The Expanse is a show full of plots and backstabbing, with characters who say one thing but do another. There is one exception: Amos Burton. Otherwise known as “Murder-Snuggles,” Amos is not one for platitudes, double-speak, or civility. He is tough and direct—often to a fault. He can come across as no-nonsense, or even disconnected from others around him. But as actor Wes Chatham put it: “Inside, he’s a hurricane.”
(Note: This interview contains spoilers through episode eight of The Expanse season four.)
For most of season four, Amos (Chatham) is the one constant in a sea of turmoil. The crew of the Rocinante get caught in a struggle between a group of Belter refugees who’ve colonized the planet of Ilus, and the private army of a corporation that wants control over the valuable mineral deposits on the planet. As James Holden (Steven Strait) tries to negotiate with the Belters and army leader Adolphus Murtry (Burn Gorman), Amos knows things are going to end poorly and seems unfazed by the violence that ensues between the factions.
It’s an attitude that tracks, given his behavior over previous seasons. But then, as Chatham explained to io9 and other outlets during a set visit to The Expanse, something changes in him. A series of unfortunate events—both natural and not—lead to a massive wave that covers the entire planet, and the settlers are forced to take shelter inside some old alien ruins. Once down there, things continue to go downhill and Amos’s defenses start to break down.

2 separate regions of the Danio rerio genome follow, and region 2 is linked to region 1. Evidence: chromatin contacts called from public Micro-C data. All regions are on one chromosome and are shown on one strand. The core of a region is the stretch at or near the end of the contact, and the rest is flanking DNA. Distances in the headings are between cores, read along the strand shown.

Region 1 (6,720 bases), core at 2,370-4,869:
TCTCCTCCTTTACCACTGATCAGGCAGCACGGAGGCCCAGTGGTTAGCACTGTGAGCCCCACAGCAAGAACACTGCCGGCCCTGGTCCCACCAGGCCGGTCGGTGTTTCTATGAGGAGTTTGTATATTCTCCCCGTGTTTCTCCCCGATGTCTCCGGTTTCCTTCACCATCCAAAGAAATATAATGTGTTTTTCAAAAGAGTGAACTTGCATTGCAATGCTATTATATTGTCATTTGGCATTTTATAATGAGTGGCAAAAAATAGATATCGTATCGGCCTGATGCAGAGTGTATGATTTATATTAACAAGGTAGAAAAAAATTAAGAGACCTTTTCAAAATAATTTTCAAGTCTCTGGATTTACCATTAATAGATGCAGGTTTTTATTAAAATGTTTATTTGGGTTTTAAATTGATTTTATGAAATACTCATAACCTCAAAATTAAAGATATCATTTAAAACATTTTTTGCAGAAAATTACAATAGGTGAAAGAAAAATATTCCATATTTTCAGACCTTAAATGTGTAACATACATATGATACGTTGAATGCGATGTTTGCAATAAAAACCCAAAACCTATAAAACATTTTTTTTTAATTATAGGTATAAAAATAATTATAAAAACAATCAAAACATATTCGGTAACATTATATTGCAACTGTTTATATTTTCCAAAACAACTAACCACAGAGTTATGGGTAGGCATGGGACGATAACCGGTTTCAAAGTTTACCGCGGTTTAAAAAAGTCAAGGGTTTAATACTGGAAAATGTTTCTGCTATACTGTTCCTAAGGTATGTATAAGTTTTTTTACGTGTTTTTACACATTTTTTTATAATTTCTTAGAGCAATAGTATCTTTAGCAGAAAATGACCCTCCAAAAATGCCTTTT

“You see that the mechanisms that I have—to be able to control my environment, control the things around me, that’s given me the kind of center that I have. When we get into those caves and we get into those ruins, it’s already started,” he said. “All of those mechanisms really start to unravel.”
The settlers spend two episodes stuck in the ruins and end up facing a lot more than threats of starvation and mutiny. They’re forced to deal with an invasion of slugs that kill people after they’ve made skin contact. Those are tough to avoid under normal circumstances, but the task is made nearly impossible after a bacterial infection makes almost everyone blind—including Amos. This is the event that sends Amos over the edge. He struggles to focus, is obsessed with holding onto his weapon, and even attacks Holden, kicking and screaming as if he’s unable to control himself. There’s a reason for it.
Amos has briefly alluded to his past (something that was explored in James S.A. Corey’s side novel The Churn). In episode eight, following his attack on Holden, he opens up to a confidant in a way he hasn’t before, sharing a story about his childhood: “When I was five, I lived in a basement and I would have nightmares. When I woke up and opened my eyes, it was still black. That’s when they came in. I thought I was dead and there was nothing I could do about it.”